Blind Willow, Sleeping Woman
Norwegian Wood raised the cult Japanese writer Haruki Murakami's international profile. But it is his latest selection of short stories translated by Jay Rubin and Philip Gabriel that looks set to truly catapult the writer into the limelight.
The stories are as eccentric as they are eclectic and give full rein to Murakami's mastery at sidestepping the real for the surreal.
Here are animated crows, a criminal monkey and an ice man in tales that, as Rupert Thompson wrote in Esquire, "brilliantly convey the oddness of ordinary life".
In one, a young man accompanies his cousin to the hospital to check an unusual hearing complaint and recalls a story of a woman put to sleep by tiny flies crawling inside her ear. In another, a mirror appears out of nowhere and a nightwatchman is unnerved as his reflection tries to take control of him.
The stories span 25 years of Murakami's writing and several have been significantly revised since the original versions were published in Japan. Unsurprisingly, given his surreal bent, Murakami has been described as a 'literary David Lynch' and was recently named as winner of this year's Franz Kafka prize.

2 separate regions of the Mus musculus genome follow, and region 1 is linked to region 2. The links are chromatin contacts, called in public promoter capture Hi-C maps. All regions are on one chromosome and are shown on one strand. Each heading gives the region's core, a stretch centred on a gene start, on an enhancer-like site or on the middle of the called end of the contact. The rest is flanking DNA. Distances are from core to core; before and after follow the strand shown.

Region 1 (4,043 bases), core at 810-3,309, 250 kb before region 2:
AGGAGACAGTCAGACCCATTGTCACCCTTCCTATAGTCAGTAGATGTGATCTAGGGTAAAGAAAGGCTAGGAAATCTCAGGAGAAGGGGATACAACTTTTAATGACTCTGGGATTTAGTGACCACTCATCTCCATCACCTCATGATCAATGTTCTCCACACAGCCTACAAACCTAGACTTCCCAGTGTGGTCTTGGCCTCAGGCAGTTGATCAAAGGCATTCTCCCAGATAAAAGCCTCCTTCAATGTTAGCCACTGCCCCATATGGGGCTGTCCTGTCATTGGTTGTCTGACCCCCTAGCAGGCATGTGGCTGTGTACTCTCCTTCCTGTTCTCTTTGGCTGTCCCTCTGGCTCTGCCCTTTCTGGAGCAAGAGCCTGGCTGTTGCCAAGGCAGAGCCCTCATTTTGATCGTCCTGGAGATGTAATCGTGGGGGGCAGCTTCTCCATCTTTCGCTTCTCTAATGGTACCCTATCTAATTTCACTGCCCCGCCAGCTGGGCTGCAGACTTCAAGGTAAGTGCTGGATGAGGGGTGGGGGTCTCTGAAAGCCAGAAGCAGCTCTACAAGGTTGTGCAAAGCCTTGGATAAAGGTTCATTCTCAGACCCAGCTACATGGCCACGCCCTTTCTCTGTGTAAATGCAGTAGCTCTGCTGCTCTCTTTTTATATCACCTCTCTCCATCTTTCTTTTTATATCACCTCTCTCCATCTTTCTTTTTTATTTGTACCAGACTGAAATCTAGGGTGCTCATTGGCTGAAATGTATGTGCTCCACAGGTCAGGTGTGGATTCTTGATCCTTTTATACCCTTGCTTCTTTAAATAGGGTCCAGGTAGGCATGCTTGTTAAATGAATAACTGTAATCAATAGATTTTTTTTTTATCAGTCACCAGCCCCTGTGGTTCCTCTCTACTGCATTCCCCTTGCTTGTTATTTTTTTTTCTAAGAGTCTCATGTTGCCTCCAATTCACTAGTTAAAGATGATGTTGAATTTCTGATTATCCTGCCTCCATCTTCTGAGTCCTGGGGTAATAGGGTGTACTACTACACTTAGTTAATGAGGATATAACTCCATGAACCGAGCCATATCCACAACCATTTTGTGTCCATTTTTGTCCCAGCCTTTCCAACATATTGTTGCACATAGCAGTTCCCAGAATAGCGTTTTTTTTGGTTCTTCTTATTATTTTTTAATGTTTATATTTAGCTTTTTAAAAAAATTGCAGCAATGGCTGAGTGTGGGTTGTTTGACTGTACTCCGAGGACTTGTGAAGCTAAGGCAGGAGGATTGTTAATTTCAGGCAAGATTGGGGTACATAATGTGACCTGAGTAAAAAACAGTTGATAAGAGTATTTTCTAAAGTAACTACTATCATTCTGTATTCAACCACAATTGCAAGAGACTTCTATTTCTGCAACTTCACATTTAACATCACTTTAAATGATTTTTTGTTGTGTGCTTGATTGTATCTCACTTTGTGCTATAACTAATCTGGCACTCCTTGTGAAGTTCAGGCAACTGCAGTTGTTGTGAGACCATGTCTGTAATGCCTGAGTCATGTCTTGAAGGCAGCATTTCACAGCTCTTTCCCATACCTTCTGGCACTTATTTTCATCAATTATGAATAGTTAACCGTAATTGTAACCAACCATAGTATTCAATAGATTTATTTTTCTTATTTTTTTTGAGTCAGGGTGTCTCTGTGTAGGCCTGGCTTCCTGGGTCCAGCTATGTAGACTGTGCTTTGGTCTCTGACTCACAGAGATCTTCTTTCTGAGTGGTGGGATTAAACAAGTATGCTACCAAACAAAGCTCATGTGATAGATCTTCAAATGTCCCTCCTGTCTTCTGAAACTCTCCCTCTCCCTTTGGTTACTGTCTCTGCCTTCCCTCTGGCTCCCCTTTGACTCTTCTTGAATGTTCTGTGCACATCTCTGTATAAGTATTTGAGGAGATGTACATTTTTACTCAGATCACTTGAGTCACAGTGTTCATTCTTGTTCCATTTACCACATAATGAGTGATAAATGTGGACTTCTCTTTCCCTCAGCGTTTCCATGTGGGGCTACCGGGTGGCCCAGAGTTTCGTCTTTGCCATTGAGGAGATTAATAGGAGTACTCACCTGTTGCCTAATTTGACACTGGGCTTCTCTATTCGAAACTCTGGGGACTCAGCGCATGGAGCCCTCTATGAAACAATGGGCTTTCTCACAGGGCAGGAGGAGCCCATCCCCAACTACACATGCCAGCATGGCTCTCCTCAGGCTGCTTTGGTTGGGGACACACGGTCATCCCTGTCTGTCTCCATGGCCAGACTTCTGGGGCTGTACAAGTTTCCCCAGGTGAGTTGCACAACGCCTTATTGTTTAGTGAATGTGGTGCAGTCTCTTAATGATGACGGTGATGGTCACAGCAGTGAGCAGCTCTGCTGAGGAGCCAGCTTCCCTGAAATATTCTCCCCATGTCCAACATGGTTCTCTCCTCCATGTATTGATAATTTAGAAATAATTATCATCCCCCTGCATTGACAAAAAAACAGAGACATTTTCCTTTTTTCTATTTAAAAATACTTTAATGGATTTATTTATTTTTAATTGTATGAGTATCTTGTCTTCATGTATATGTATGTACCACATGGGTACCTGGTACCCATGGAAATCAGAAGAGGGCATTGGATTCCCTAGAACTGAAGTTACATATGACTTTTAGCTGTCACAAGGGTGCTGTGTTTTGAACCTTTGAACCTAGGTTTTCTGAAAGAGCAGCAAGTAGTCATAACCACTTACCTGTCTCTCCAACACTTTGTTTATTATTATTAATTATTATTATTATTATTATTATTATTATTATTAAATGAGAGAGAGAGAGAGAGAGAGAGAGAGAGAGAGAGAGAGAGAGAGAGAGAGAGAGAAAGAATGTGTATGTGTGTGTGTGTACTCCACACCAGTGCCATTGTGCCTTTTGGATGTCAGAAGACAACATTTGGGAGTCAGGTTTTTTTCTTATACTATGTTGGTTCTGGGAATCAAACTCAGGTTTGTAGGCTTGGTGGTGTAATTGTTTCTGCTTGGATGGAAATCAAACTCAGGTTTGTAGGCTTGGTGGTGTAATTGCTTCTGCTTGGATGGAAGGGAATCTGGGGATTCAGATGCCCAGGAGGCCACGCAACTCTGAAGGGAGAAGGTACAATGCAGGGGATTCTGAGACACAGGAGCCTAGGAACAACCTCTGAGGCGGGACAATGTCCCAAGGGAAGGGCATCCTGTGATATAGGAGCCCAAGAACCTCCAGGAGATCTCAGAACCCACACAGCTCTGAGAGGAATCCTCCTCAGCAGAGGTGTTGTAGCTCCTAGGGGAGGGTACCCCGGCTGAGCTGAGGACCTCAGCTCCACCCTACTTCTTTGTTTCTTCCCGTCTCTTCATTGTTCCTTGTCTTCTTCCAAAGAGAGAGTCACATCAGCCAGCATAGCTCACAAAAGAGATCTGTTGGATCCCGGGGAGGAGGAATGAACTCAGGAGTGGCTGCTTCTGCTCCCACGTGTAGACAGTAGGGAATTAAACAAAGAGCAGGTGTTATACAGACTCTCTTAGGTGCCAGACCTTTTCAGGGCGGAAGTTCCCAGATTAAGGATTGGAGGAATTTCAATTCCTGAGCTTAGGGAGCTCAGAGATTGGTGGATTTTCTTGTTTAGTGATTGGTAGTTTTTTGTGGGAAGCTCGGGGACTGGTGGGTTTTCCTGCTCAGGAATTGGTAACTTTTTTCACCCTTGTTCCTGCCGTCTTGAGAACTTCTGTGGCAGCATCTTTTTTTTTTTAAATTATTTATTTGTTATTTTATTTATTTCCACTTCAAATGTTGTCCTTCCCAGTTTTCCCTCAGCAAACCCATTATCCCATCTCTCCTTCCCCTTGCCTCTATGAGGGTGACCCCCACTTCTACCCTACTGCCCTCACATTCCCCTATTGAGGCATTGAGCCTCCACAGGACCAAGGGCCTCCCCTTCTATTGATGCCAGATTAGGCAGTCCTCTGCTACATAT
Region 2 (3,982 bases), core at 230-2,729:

Published by Harvill Secker on 6 July
C'est La Folie
In early 2004, Michael Wright left his comfortable south London existence and set out to begin a new life in La Folie, a dilapidated farmhouse in need of renovation in the heart of rural France.
Published by Bantam Press on 1 August
The Game by Neil Strauss is ostensibly an exposé of a secret society of men who specialise in seducing women using a variety of highly elaborate methods and games. But is it for real?
Published by Canongate Books on 6 July
Marley and Me: Life and Love with the World's Worst Dog
When John Grogan brought home Marley, he was just a wiggly yellow furball, but he quickly grew into a 97lb Labrador retriever... with destructive tendencies.
Published by Hodder & Stoughton on 29 June